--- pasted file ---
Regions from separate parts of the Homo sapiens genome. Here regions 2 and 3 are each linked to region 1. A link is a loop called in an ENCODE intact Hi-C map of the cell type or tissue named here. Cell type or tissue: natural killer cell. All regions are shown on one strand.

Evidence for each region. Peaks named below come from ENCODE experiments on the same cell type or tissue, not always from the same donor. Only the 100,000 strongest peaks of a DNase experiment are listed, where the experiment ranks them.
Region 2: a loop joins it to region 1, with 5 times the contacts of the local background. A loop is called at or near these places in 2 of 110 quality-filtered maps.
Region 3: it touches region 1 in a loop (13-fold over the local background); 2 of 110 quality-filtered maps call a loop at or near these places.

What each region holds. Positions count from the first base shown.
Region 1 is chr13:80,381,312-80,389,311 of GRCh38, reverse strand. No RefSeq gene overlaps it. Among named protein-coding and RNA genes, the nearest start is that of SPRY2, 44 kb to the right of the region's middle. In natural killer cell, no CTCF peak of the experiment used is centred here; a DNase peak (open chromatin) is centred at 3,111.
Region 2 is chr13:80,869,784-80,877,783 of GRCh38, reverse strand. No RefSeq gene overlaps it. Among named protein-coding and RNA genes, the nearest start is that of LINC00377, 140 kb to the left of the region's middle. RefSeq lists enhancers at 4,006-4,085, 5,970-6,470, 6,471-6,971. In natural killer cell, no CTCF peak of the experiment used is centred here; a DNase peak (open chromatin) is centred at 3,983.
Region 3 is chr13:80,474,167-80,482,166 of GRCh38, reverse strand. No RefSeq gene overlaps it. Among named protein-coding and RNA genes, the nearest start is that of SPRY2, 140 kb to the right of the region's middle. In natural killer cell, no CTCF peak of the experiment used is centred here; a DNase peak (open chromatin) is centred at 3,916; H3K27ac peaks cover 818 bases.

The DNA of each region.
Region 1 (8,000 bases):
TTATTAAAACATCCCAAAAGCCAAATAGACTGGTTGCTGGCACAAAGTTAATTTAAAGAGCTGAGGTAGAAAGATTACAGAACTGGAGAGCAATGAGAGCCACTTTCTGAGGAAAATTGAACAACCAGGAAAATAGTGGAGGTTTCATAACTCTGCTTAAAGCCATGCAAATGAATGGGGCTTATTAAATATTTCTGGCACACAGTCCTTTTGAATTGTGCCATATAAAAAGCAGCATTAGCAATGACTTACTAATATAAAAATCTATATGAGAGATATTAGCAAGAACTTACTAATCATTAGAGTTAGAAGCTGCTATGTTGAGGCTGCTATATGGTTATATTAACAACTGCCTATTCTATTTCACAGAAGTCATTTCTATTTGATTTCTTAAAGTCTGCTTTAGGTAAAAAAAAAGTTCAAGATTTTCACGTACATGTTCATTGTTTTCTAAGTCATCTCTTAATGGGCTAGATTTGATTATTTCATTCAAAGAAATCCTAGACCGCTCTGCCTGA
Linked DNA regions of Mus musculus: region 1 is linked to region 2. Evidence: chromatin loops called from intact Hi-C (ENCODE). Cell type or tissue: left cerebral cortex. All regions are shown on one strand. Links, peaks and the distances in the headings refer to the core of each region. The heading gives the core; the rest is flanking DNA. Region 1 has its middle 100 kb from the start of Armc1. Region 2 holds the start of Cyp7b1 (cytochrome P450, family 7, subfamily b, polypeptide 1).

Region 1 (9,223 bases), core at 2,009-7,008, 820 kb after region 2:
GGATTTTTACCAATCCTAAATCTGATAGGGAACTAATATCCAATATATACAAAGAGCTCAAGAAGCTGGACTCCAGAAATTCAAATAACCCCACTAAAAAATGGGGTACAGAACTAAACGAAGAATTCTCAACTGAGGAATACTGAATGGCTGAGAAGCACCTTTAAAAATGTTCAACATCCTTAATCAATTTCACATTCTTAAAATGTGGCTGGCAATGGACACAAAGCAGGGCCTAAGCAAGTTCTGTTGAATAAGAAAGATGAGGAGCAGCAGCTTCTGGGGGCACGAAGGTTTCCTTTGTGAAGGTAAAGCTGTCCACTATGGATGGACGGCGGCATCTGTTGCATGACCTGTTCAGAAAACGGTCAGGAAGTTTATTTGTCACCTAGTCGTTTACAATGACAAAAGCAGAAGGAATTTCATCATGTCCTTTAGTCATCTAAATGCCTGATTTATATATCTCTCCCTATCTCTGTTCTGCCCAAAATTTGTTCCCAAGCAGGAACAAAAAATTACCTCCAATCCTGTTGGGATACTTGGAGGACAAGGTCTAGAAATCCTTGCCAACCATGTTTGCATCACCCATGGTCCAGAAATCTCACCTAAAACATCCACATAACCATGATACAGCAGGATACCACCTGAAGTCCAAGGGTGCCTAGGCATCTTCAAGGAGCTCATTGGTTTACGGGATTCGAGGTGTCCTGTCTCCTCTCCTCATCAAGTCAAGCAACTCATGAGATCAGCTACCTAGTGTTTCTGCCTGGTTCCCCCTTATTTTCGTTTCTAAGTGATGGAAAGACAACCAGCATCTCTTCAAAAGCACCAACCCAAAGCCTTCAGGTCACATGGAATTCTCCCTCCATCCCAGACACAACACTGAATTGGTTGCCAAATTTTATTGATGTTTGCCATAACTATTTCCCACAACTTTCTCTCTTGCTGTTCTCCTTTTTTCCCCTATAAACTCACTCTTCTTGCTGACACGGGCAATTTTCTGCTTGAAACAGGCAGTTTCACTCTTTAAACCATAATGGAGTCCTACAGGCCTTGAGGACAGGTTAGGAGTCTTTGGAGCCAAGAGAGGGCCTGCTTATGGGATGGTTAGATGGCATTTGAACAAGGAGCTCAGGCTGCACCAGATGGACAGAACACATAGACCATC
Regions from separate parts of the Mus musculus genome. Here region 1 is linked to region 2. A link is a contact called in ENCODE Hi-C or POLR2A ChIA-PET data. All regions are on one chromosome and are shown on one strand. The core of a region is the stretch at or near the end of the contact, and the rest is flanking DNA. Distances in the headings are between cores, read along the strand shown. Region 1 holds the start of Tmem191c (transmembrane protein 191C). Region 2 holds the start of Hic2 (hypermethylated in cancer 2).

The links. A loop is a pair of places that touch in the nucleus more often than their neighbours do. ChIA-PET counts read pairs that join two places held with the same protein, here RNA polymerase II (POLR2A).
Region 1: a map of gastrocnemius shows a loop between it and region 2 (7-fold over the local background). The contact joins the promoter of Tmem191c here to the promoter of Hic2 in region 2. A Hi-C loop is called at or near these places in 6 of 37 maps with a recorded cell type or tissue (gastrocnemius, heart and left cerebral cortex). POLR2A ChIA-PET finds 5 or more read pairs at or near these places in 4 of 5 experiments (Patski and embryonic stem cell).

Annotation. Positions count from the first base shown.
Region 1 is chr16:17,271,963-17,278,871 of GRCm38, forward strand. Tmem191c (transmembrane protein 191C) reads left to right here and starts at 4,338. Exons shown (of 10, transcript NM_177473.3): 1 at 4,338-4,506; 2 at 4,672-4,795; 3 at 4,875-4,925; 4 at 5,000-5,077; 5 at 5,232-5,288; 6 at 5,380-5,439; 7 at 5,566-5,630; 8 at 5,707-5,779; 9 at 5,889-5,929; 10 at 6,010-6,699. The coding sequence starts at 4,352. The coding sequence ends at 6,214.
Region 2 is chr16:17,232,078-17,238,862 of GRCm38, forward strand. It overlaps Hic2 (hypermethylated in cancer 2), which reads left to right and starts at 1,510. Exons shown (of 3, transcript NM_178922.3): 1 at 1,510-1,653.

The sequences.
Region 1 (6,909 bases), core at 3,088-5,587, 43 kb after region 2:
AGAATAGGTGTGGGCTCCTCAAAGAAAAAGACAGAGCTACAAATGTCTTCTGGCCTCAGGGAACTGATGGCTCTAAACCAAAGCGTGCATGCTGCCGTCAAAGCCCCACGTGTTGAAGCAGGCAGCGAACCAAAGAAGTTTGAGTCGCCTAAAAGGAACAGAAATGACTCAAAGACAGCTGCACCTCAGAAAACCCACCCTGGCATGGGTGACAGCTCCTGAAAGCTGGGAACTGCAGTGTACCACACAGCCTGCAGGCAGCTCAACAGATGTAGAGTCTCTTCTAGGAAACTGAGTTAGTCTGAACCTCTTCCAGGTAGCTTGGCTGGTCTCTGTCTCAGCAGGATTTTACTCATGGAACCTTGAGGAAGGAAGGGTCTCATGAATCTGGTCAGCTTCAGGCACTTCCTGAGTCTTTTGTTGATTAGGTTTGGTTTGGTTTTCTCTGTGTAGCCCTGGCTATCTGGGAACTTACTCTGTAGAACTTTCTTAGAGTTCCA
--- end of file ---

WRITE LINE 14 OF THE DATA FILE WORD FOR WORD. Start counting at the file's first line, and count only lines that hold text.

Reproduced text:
GGATTTTTACCAATCCTAAATCTGATAGGGAACTAATATCCAATATATACAAAGAGCTCAAGAAGCTGGACTCCAGAAATTCAAATAACCCCACTAAAAAATGGGGTACAGAACTAAACGAAGAATTCTCAACTGAGGAATACTGAATGGCTGAGAAGCACCTTTAAAAATGTTCAACATCCTTAATCAATTTCACATTCTTAAAATGTGGCTGGCAATGGACACAAAGCAGGGCCTAAGCAAGTTCTGTTGAATAAGAAAGATGAGGAGCAGCAGCTTCTGGGGGCACGAAGGTTTCCTTTGTGAAGGTAAAGCTGTCCACTATGGATGGACGGCGGCATCTGTTGCATGACCTGTTCAGAAAACGGTCAGGAAGTTTATTTGTCACCTAGTCGTTTACAATGACAAAAGCAGAAGGAATTTCATCATGTCCTTTAGTCATCTAAATGCCTGATTTATATATCTCTCCCTATCTCTGTTCTGCCCAAAATTTGTTCCCAAGCAGGAACAAAAAATTACCTCCAATCCTGTTGGGATACTTGGAGGACAAGGTCTAGAAATCCTTGCCAACCATGTTTGCATCACCCATGGTCCAGAAATCTCACCTAAAACATCCACATAACCATGATACAGCAGGATACCACCTGAAGTCCAAGGGTGCCTAGGCATCTTCAAGGAGCTCATTGGTTTACGGGATTCGAGGTGTCCTGTCTCCTCTCCTCATCAAGTCAAGCAACTCATGAGATCAGCTACCTAGTGTTTCTGCCTGGTTCCCCCTTATTTTCGTTTCTAAGTGATGGAAAGACAACCAGCATCTCTTCAAAAGCACCAACCCAAAGCCTTCAGGTCACATGGAATTCTCCCTCCATCCCAGACACAACACTGAATTGGTTGCCAAATTTTATTGATGTTTGCCATAACTATTTCCCACAACTTTCTCTCTTGCTGTTCTCCTTTTTTCCCCTATAAACTCACTCTTCTTGCTGACACGGGCAATTTTCTGCTTGAAACAGGCAGTTTCACTCTTTAAACCATAATGGAGTCCTACAGGCCTTGAGGACAGGTTAGGAGTCTTTGGAGCCAAGAGAGGGCCTGCTTATGGGATGGTTAGATGGCATTTGAACAAGGAGCTCAGGCTGCACCAGATGGACAGAACACATAGACCATC